A recurring piece of advice about waste that I give to businesses and members of the public is that “the waste you can’t see often has a greater impact than the waste you can”. It’s a message that needs explaining (so bear with me) but it’s important because it helps to show the true nature of things, and how often do we get to see that? The phenomenon is known by waste experts as “the iceberg effect”, which is an obvious analogy: more of an iceberg lurks ominously beneath the water’s surface than sits proudly above it.
Watch out for the hidden impacts...
But what do we mean by “waste you can’t see?” The answer, as with most things, depends on your perspective about what matters. This is because disposing of waste encompasses a huge number of environmental, social and other factors and any or all of these could be perceived as negative depending on who’s involved. I told you it needed explaining.
Let’s look at some of the main factors:
Environmental / Social
Energy – it’s obvious but well worth stating that disposing of materials as waste involves huge amounts of energy. Mining the earth to extract materials; producing and transporting materials and their packaging; storing them and finally transporting the unused or leftover materials to landfill (or for that matter a recycling plant) all takes energy. When you see the carbon footprint on the label of a product in the supermarket, which is increasingly common, it generally looks at the embodied energy of an item (i.e. the energy required over its lifetime) which is the main reason why fresh orange juice has a higher overall footprint impact than ambient (aka long-life) – put simply the former requires a fridge. Here is an example of the footprint of a bag of crisps, showing the various stages of production and consumption. The key point with regards waste is that it is clearly more of a problem if we waste materials that could have been used (or reused) because the embodied energy to make new items is proportionally massive.
Water – An amazing amount of water is used in every single item we use. Again, the term “embodied” crops up because we need to consider the water involved throughout a product’s life-cycle, not just in its end use. Embodied water is also commonly referred to as “virtual water” although it is, of course, very real and has to come from somewhere. A fascinating water calculator of common items was produced by the BBC recently which shows, for example, that a chicken breast contains 683 litres of embodied water! So, if you don’t finish your dinner tonight and throw some chicken away, the waste also contains a proportion of this embodied water. I dread to think how much embodied water is connected to everything deposited in an average landfill site, but it’s safe to say that the volumes involved would be far greater than the waste itself. It’s just that we can’t see it. Other examples include nearly 11,000 litres of water for a pair of jeans.
The Natural Environment – In other words, the nice bits of where we live like forests, green areas, natural habitats etc. These are areas we lose whenever a landfill site or quarry is put there or when a river is polluted or trees chopped down. Equally, we lose part of our natural environment whenever someone decides to put, for example, a bauxite quarry nearby. Admittedly this is more likely to happen if we live in Vietnam or Guinea than Scotland, but you get the idea.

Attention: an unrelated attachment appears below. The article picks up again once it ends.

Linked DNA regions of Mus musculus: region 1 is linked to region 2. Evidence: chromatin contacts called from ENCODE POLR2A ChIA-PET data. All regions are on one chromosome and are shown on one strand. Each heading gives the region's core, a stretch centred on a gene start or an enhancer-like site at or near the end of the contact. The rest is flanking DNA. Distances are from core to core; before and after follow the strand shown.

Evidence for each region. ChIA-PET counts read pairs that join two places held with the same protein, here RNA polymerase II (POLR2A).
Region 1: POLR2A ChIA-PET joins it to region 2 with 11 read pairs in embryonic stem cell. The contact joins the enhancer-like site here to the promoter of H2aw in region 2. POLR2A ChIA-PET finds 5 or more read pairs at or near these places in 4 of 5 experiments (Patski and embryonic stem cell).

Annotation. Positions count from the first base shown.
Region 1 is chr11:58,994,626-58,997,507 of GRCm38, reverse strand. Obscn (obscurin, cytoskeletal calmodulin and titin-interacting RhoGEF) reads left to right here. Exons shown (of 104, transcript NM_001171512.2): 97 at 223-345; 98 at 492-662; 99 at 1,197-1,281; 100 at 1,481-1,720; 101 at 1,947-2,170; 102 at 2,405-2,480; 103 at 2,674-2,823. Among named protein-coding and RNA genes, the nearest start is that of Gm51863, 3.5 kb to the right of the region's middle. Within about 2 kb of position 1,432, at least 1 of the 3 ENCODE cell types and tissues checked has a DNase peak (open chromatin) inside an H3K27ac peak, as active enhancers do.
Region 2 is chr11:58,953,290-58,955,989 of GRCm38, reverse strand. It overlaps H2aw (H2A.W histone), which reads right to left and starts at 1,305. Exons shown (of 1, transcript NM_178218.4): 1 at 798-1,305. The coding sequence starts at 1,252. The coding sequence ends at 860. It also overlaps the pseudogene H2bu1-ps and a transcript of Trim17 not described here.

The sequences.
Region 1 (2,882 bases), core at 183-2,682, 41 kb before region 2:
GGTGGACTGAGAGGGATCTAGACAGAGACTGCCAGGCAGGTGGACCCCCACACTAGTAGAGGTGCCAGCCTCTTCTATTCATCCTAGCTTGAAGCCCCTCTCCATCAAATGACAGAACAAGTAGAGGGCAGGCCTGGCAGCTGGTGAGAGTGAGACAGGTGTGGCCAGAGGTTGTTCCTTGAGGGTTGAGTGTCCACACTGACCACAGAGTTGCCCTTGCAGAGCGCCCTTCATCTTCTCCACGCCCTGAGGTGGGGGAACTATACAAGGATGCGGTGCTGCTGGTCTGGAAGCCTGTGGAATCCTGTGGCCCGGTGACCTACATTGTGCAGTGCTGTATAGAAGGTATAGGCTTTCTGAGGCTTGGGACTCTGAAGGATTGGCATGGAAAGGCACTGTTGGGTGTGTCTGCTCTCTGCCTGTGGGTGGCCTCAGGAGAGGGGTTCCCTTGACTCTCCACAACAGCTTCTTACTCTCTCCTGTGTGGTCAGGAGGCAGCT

Quality of Life – This is a difficult one to quantify but there is a certain sense of pride for a clean and tidy area which we lose when waste is scattered about. For some people, litter and waste regularly tops the list of things that bother them. So their life is genuinely affected by other people’s waste.
Other Hidden Impacts – A hidden effect of landfilled organic waste is that it will emit methane as it breaks down in landfill which is a highly potent greenhouse gas. It’s a big reason for trying to avoid organic waste in landfill and supports the argument for composting waste. Another hidden impact is the potential for pollution when chemicals from products and packaging escape into the surrounding environment.
If you own or manage a business what matters most is likely to be money, so wasting money is something you would most try to avoid. Coupled with this is wasted time because for most businesses the old adage holds true that time equals money. Disposing of waste has many costs associated with it over and above the invoice you receive from your waste service provider. In fact, it is estimated that the actual cost is 10 times higher than these upfront, obvious costs! Here are just some of the reasons for this:
- Over-buying – the cost of buying too many materials in the first place is wasted money. A lot of what businesses throw out is actually unused or poorly used materials, particularly in some industries, like retail or catering.
- Time – the staff time involved with emptying bins is a significant factor for some industries.
So what can be done to minimise these impacts? Fortunately, quite a lot. If you buy recycled products or products with recycled packaging then you minimise the embodied impacts because you remove the need to mine the earth for materials, which is one of the most energy intensive parts of producing materials. If you buy products produced locally then you help to remove even more of the energy involved (transportation) and also the amount of water used (stats show that local products tend to involve less water than those imported, for a variety of reasons.
Above all, if you can reduce the amount you buy you will necessarily reduce the waste created as well as minimise all the impacts mentioned above.
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